GENESEO, N.Y. - Librada Paz, who in November will receive the prestigious Robert F. Kennedy Human Rights Award, is coming to SUNY Geneseo Oct. 3 to discuss farmworker human rights as part of an alternative food system course at Geneseo.
Her address, titled "Sowing the Seeds of Justice: The Farmworker Struggle for Human Rights in New York State and Beyond," begins at 4 p.m. in Newton Hall Room 202. The event is free and open to the public.
Paz's visit grew out of the experimental course being taught by Jordan Kleiman, associate professor of history, titled "Building an Alternative Food System in the Greater Rochester Area: Past, Present, & Future."
"Librada Paz's visit to Geneseo is a real boon both for my students and the campus as a whole," said Kleiman. "Paz is an influential figure in the struggle for justice in the farm fields of the United States. Her work is directly relevant to the movement for an alternative food system emphasizing social justice, environmental sustainability, and local production for local consumption. As part of the social justice theme in my course, students are studying the harsh labor conditions endured by migrant and seasonal farm workers in the prevailing industrial food system, including right here in New York state. This will serve as a prelude to our exploration of the alternative food movement's efforts to establish fairer and more humane labor standards."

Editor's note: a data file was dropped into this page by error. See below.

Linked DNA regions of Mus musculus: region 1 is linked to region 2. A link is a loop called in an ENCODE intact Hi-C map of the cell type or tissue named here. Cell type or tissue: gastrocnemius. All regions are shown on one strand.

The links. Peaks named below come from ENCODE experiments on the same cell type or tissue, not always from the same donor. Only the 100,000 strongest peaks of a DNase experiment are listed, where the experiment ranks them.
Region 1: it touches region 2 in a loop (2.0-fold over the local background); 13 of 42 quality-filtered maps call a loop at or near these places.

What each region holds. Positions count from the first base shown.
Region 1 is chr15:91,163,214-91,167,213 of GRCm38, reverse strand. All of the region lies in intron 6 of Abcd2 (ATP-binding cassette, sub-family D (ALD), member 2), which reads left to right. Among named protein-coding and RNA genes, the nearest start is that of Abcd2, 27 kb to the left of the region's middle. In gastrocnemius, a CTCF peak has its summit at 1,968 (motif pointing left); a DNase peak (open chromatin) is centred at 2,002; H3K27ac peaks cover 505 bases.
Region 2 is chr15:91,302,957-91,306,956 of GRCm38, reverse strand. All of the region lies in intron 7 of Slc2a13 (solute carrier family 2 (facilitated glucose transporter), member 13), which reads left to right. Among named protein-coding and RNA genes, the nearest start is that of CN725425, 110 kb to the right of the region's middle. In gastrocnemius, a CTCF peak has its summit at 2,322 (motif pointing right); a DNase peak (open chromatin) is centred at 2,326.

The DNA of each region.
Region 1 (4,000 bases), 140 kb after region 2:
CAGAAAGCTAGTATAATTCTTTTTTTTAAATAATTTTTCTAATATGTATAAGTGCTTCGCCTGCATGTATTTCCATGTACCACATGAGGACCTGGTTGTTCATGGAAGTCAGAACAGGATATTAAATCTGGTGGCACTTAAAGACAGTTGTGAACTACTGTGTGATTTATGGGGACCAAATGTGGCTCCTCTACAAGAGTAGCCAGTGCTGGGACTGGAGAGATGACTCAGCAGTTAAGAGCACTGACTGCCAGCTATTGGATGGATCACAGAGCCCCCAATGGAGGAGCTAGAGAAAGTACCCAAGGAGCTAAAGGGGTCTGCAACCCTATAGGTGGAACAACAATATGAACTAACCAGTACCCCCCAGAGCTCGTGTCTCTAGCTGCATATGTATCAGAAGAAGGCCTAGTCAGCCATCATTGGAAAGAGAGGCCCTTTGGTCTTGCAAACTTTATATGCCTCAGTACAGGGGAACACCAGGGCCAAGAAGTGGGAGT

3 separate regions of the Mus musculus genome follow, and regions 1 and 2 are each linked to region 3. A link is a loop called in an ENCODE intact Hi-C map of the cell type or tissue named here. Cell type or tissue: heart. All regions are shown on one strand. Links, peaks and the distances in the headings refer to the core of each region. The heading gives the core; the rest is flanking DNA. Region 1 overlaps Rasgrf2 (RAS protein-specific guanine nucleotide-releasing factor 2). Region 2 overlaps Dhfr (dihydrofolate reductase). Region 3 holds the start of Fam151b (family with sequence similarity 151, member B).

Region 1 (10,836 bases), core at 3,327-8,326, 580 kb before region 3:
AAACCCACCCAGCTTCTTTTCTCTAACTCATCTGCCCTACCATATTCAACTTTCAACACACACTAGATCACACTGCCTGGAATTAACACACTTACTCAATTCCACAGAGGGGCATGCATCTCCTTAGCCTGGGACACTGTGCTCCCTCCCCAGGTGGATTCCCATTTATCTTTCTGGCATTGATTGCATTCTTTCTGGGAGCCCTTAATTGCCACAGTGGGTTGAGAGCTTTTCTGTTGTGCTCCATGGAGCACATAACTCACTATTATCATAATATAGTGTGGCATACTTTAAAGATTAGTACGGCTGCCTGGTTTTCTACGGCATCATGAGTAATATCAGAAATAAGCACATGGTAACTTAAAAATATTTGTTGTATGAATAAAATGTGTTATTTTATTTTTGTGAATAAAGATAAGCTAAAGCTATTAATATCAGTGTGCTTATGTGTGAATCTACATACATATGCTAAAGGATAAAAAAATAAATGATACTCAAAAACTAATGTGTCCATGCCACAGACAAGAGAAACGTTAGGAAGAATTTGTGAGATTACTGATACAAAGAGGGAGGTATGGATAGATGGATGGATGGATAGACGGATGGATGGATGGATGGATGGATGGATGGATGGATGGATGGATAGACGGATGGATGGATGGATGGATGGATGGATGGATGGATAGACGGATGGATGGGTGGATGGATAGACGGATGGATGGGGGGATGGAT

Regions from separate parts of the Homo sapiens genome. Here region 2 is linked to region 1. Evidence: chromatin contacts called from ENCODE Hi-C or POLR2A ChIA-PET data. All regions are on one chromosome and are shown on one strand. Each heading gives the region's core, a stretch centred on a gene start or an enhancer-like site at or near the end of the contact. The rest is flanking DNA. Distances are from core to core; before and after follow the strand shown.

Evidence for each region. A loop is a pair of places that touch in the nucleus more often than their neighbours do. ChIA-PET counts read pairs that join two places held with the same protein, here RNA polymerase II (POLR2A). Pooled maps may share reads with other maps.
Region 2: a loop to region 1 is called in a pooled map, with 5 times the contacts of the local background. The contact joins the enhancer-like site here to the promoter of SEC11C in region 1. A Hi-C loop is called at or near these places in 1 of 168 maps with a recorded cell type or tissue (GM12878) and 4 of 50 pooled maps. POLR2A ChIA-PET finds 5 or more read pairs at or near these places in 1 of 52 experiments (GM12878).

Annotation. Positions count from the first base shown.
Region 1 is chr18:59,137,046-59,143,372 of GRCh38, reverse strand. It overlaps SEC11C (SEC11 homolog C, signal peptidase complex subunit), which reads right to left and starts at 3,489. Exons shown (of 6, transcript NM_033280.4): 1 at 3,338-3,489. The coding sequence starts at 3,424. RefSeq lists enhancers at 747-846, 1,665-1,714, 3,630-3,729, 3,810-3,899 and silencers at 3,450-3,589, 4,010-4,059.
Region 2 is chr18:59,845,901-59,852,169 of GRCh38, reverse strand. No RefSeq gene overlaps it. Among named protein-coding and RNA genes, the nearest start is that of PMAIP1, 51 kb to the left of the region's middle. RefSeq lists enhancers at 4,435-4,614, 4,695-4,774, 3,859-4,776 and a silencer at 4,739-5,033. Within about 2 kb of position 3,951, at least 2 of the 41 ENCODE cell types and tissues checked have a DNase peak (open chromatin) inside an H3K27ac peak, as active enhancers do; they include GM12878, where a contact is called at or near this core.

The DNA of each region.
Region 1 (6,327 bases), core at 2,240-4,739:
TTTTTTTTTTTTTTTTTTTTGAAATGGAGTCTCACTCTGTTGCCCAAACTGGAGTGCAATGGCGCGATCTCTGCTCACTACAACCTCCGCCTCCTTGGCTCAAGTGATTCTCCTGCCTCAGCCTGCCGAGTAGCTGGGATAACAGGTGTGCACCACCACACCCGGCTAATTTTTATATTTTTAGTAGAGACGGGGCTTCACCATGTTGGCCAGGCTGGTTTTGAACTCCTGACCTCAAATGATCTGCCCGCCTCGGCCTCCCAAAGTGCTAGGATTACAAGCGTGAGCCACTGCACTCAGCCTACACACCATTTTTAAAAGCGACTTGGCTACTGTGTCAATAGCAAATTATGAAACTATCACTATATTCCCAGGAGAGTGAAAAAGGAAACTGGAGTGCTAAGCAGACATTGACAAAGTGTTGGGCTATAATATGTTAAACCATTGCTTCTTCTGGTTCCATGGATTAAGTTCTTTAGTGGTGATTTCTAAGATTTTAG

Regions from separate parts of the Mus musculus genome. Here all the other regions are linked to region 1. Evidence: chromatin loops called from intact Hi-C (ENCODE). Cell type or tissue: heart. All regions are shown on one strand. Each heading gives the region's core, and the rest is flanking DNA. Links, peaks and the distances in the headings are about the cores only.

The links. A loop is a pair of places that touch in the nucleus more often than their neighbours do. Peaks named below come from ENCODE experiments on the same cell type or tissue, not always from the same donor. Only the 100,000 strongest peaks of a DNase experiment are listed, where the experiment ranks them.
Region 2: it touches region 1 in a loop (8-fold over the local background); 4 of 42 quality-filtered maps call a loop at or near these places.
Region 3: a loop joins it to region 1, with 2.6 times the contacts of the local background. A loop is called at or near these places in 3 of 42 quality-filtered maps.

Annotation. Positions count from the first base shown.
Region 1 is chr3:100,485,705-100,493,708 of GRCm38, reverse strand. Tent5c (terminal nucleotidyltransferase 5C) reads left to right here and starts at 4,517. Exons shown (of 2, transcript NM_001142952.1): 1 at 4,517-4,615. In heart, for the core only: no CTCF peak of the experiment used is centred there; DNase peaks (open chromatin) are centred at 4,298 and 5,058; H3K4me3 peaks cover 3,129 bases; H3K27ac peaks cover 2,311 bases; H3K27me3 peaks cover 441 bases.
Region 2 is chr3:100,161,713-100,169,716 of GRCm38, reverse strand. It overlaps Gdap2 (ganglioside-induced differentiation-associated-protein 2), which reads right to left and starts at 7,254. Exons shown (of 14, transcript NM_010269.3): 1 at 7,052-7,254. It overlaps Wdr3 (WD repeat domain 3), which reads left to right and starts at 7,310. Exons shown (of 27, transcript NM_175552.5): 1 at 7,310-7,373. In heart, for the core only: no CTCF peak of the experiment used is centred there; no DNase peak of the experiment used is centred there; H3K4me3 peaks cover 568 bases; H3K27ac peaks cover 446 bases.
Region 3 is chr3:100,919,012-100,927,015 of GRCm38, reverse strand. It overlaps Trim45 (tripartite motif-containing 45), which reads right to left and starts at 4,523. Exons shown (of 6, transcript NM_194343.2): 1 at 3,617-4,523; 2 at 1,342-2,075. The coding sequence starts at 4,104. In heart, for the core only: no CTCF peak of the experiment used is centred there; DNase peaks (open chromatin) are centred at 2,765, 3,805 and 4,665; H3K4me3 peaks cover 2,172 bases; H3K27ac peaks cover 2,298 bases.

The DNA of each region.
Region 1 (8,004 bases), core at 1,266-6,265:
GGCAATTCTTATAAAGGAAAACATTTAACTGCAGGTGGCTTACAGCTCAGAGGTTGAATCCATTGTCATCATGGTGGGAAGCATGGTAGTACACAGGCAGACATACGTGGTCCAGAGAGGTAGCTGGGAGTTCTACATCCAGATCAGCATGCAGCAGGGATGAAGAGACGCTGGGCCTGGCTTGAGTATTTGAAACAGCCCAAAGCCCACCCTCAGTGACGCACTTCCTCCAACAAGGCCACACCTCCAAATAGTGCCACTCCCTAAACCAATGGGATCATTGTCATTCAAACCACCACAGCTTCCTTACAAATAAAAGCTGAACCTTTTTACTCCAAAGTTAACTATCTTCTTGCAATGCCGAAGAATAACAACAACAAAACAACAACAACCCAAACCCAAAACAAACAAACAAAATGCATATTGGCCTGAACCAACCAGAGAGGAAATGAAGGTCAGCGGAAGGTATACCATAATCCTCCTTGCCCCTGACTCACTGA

Paz will be the 29th recipient of the Robert F. Kennedy Human Rights Award. Born to family of farmworkers in the village of San Juan Mixtepec in the southern state of Oaxaca, Mexico, Paz and her sister emigrated to the United States at age 15 to join their brothers as migrant farmworkers in the fields of California, New York and Florida. She settled in New York state 15 years later, obtained her immigration status and left the fields to pursue a college degree and devote her life to the struggle to end the systemic violence and human rights violations faced by America's migrant farmworkers. Paz will discuss her own experiences as a seasonal migrant farmworker as well as her role in the rural justice movement.
RFK Center Board Member Martin Sheen said Paz has demonstrated "undaunted courage in the face of overwhelming difficulty. She endured the 14-hour work days and endemic sexual assault, abuse and racism that run rampant in our agricultural fields. Against all odds, she graduated from college and has devoted herself to reversing these human rights violations."
Paz's address is sponsored by the Office of the Provost, Department of History and Geneseo Amnesty International.
Media Relations Manager